Apple, others bolt Chamber of Commerce over regulation of greenhouse gases

Apple has followed the lead of several other companies and resigned from the U.S. Chamber of Commerce over the latter's extreme statements against regulating greenhouse gases. Bravo, Apple. by John Dodge
Written by John Dodge, Contributor

Apple has bailed on the U.S. Chamber of Commerce because of its "Chicken Little" stance on global warming.

Commendably, Apple in a sharply-worded letter to Chamber president and CEO Thomas J. Donohue said it was resigning from the organization immediately. "We strongly object to the Chamber's recent comments opposing the EPA's effort to limit greenhouse gases. Because the Chamber's position differs so sharply with Apple's, we have decided to resign our membership immediately," wrote Apple vice president of worldwide government affairs Catherine Novelli.

Catherine Novelli

The Chamber has said only Congress can create "any additional regulations" to regulate greenhouse gases rather than the EPA using existing ones such as the Clean Air Act. It claims such regulations hurt businesses and jobs creation. The Chamber also put out a "Chicken Little" position paper that said a there was "a paucity" of data to support the notion of global warming and that we should "stop worrying about the weather."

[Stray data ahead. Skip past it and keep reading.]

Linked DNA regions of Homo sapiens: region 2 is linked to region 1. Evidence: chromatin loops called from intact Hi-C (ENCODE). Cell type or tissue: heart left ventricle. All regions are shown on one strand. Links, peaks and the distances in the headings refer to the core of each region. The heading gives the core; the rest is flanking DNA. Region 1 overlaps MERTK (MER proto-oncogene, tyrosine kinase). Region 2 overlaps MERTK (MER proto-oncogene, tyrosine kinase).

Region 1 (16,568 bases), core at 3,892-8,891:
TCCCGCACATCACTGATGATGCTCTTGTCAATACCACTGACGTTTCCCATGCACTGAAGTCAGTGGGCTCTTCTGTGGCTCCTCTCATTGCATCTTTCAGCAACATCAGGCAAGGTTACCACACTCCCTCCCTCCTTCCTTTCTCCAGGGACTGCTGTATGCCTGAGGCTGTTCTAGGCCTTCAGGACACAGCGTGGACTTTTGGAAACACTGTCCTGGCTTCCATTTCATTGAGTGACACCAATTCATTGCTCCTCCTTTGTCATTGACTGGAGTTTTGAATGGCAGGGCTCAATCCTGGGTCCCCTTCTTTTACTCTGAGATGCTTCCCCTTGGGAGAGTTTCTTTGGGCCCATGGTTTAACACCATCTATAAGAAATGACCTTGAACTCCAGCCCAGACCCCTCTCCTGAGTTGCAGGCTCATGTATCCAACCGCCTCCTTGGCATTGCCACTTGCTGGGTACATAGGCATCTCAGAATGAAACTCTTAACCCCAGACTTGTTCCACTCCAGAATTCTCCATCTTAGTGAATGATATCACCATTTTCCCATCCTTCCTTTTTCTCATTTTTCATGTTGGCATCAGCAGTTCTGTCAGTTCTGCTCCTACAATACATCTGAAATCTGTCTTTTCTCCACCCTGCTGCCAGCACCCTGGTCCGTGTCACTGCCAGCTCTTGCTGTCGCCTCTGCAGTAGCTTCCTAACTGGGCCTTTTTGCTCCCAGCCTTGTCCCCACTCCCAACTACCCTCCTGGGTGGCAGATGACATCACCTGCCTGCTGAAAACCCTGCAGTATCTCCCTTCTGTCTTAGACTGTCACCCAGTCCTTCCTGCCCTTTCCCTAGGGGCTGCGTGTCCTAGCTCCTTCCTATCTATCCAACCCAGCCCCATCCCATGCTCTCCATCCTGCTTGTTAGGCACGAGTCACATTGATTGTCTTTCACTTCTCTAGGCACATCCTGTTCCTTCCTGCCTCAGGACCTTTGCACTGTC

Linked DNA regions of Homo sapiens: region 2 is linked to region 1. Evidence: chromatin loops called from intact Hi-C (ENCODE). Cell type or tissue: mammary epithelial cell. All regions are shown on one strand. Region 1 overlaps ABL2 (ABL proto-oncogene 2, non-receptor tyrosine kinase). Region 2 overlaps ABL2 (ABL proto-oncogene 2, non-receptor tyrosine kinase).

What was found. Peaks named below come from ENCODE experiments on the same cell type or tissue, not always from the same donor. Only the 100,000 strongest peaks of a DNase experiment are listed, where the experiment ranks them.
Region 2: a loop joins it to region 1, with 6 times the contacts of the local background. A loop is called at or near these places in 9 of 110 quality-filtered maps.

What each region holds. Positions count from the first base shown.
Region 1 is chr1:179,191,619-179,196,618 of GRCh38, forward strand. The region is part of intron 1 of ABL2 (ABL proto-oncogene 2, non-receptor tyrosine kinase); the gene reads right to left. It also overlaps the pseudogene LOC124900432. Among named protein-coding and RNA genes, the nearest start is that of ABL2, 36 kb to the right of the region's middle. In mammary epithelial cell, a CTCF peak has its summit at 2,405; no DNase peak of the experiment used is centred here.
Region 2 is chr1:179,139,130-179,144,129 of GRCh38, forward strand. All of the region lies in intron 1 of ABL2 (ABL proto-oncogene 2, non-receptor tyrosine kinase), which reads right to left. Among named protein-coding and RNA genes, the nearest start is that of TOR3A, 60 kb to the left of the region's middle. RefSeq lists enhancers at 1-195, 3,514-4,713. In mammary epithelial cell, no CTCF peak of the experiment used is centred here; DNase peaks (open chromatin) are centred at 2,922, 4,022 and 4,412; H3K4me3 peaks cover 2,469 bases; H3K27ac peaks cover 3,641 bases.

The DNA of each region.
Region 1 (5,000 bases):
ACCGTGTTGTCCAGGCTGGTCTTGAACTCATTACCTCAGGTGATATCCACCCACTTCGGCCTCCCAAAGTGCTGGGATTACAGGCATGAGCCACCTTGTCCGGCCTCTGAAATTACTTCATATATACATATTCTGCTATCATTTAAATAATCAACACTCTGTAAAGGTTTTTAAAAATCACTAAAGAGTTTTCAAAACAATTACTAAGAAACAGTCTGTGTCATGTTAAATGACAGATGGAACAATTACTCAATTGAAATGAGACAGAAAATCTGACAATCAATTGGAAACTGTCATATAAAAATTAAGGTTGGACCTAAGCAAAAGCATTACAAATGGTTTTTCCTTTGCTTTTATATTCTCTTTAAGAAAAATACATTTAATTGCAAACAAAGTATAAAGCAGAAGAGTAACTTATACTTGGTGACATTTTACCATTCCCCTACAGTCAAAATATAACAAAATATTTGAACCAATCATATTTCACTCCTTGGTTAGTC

Apple is not the first to quit or criticize the Chamber for its hardened stance. In late September, Pacific Gas & Electric, Nike, Duke Energy and Johnson & Johnson either quit the Chamber or were critical of its position.

While utilities are more isolated from backlash, Apple's position is not without risk. The Chamber could urge its members not to buy Apple products, but such a measure would seem extreme. As for me, I'd be more inclined to buy Apple products.

Apple is doing the right thing and putting the public's interest before purely business interests.

On a related note, the Boston Globe carried separate stories describing corporate behavior at opposite ends of the spectrum.

Does witch hazel lead to good corporate behavior?

One was about how venerable Dickinson Brands Inc. has made the witch hazel "cure all" tonic from the namesake flowering plant for 133 years and prospered without lay-offs. I'll have to check if Dickinson is still with the Chamber or even a member. A nearby story done by the New York Times  told a disturbing tale about how equity bankers made huge profits piling debt on  133-year-old Simmons Bedding and simultaneously driving the company into the ground. Why is this allowed to this happen?

Kudos to Apple and others for doing the right thing.

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This post was originally published on Smartplanet.com

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